The 25th-anniversary event runs from Sept. 24 to 29 at Vancouver-area venues, offering book- and author-focused exhibits, performances and hands-on activities. Admission is free.
On Sunday, Sept. 29, the festival’s final-day event is held at the main Vancouver public library (350 W. Georgia St.), in what’s described as “by far the largest event of the festival, attracting over 20,000 book lovers to seven stages and 80 exhibitors,” according to a media release.
That day, Surrey-based poet Hasan Namir is featured on a ninth-floor Poetry Stage, in a 4 p.m. event called “Balances,” along with Laura Matwichuk and Fiona Tinwei Lam.
Namir’s debut collection of poetry, War / Torn, is described as “a brazen and lyrical interrogation of religion and masculinity — the performance and sense of belonging they delineate and draw together.”
Namir, born in Iraq 32 years ago, received the Ying Chen Creative Writing Student Award, and is the author of God in Pink (2015), which won the Lambda Literary Award for Best Gay Fiction and was chosen as one of the Top 100 Books of 2015 by The Globe and Mail.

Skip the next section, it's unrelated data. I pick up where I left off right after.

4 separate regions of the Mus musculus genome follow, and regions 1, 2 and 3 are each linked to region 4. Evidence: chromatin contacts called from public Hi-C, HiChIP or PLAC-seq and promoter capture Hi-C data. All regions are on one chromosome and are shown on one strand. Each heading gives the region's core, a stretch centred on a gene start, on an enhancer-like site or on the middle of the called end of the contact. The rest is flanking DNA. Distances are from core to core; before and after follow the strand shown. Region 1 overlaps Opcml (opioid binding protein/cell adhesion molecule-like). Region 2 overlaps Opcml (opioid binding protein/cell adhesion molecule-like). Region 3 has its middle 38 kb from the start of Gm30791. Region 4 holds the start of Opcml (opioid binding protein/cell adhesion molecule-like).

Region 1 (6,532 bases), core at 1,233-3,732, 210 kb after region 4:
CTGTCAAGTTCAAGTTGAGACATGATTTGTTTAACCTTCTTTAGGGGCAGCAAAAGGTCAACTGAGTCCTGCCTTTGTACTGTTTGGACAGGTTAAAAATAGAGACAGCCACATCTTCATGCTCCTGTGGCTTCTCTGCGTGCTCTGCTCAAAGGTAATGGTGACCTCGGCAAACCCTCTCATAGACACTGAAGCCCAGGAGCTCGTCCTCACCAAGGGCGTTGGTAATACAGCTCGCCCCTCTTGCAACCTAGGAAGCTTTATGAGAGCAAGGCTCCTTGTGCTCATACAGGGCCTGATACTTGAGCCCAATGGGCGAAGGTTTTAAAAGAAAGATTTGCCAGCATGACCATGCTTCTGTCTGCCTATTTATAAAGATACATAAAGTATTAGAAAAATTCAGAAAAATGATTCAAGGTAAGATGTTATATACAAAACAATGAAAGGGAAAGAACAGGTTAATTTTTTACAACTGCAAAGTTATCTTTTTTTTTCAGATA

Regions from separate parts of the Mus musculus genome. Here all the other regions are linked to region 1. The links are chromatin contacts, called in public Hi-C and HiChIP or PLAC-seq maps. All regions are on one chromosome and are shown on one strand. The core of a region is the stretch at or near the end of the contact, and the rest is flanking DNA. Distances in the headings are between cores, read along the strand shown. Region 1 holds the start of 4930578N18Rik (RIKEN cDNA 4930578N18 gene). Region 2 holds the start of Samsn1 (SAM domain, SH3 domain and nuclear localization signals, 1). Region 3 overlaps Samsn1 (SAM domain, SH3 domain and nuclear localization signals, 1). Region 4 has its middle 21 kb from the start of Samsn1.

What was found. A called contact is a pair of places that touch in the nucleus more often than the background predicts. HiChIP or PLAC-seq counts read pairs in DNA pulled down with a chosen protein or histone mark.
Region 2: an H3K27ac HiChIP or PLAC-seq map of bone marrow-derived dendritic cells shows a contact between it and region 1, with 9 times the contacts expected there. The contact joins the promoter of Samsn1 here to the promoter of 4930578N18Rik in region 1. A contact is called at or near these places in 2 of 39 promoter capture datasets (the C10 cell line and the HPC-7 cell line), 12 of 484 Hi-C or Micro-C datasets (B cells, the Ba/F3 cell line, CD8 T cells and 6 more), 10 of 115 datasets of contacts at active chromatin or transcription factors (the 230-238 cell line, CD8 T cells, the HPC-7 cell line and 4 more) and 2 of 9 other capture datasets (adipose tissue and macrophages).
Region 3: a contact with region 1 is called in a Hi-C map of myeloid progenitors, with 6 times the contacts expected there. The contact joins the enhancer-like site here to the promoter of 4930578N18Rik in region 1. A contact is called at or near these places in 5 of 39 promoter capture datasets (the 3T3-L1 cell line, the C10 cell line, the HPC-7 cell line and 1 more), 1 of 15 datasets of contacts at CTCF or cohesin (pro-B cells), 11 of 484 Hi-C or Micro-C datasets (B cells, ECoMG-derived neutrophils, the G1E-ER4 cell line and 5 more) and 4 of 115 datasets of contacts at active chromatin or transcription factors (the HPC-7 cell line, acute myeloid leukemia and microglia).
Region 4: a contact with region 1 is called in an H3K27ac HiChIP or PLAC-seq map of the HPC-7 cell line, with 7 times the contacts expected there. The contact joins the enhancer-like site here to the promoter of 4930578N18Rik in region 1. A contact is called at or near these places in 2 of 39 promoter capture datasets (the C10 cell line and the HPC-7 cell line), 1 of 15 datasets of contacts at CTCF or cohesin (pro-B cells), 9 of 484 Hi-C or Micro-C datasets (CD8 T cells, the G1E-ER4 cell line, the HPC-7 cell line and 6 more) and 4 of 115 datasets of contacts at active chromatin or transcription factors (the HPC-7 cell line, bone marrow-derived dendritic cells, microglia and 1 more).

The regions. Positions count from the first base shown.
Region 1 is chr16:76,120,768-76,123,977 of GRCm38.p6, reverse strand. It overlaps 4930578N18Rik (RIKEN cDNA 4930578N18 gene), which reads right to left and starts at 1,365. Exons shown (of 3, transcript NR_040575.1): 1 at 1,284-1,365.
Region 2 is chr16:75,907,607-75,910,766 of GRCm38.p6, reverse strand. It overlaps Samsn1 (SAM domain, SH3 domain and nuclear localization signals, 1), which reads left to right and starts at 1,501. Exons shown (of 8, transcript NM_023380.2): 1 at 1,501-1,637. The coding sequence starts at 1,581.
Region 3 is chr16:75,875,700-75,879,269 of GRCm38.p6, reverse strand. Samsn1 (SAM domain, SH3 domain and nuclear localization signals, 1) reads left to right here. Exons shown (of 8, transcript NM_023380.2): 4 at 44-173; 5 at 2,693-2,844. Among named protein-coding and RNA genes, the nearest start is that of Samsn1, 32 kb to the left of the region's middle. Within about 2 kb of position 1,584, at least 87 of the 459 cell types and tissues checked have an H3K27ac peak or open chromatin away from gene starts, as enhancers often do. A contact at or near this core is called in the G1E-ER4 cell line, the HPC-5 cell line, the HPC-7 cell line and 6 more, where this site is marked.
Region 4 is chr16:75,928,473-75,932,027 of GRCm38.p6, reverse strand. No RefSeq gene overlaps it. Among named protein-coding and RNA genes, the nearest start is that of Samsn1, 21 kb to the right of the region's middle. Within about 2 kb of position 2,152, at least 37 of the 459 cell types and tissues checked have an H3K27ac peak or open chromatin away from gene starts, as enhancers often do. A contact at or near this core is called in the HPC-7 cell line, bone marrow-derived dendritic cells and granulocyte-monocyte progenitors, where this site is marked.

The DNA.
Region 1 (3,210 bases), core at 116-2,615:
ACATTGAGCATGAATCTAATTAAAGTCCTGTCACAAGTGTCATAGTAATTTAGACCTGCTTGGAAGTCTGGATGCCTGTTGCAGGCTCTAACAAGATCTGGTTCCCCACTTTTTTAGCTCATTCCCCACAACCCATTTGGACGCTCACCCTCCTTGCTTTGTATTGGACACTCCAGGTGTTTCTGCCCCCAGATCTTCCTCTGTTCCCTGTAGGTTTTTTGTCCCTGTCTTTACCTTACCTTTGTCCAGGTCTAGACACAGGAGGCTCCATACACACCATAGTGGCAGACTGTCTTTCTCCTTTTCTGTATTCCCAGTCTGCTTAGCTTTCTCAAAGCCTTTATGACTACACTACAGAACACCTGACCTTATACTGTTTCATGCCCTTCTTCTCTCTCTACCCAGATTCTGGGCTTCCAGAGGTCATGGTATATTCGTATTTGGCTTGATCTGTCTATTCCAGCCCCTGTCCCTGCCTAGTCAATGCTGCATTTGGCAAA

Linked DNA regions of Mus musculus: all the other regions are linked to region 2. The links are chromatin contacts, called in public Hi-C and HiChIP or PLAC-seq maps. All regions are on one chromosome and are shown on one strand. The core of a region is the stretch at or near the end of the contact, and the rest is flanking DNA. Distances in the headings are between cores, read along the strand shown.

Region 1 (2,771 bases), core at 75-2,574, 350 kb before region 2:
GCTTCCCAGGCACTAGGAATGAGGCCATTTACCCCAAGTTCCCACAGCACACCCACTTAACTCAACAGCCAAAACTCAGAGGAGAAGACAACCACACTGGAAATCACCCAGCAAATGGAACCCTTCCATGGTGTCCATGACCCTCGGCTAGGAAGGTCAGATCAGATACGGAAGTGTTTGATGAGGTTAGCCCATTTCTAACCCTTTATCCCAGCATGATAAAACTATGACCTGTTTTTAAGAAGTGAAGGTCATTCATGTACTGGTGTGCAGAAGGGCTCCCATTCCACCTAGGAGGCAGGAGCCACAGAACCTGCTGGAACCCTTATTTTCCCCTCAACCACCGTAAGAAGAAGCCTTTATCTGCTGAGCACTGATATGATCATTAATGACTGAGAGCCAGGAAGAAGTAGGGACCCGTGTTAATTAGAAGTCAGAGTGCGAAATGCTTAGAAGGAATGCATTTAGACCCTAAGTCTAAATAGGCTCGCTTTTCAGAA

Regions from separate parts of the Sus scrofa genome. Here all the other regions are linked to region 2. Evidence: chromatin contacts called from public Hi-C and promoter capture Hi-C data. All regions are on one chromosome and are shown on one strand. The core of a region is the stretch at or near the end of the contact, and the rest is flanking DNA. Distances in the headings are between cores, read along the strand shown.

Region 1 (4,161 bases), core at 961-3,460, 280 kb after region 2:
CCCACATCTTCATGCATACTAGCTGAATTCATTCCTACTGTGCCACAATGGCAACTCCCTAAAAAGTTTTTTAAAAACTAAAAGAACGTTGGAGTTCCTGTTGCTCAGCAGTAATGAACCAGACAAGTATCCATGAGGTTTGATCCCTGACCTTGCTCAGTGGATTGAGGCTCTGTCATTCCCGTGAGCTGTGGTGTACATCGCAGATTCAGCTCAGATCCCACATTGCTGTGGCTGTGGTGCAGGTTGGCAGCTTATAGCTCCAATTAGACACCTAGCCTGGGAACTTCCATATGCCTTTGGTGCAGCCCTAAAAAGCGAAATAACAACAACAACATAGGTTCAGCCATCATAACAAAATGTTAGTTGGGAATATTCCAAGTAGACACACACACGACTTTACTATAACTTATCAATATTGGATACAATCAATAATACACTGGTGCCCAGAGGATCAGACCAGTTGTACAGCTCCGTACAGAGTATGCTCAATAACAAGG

Also featured at the Sept. 29 event is Surrey’s George Garrett, a retired CKNW radio reporter whose 285-page memoir, Intrepid Reporter, was published in February by Harbour Publishing.
The book takes readers to the front lines of news coverage with some of the most memorable stories of the past five decades. The memoir also reveals the loss of his son in a canoeing accident, and his wife’s diagnosis of Alzheimer’s disease.
Garrett is featured in an “On the Road, A Radio Reporter’s Perspective” event on the library’s eighth floor at 2:45 p.m., in a One-on-One talk with Hal Wake.
Complete festival details are posted to wordvancouver.ca.
The Sept. 29 event runs from 11 a.m. to 5 p.m. in the library atrium and also on the eighth and ninth floors.
“This year the organizers have made some changes to the Sunday event at the VPL by adding an Indigenous Stage (curated by Russell Wallace) and by bringing many of the presentation stages inside the library,” says a Word Vancouver media release.
“Outside on the library plaza, the festival has added a covered family picnic area with a children’s stage, games, children’s book exhibitors and the Poetry in Transit Bus. The festival remains 100 per cent free of charge to festival-goers.”
Word Vancouver, formerly known as Word on the Street, has been produced by The Vancouver Book and Magazine Fair Society since 1995.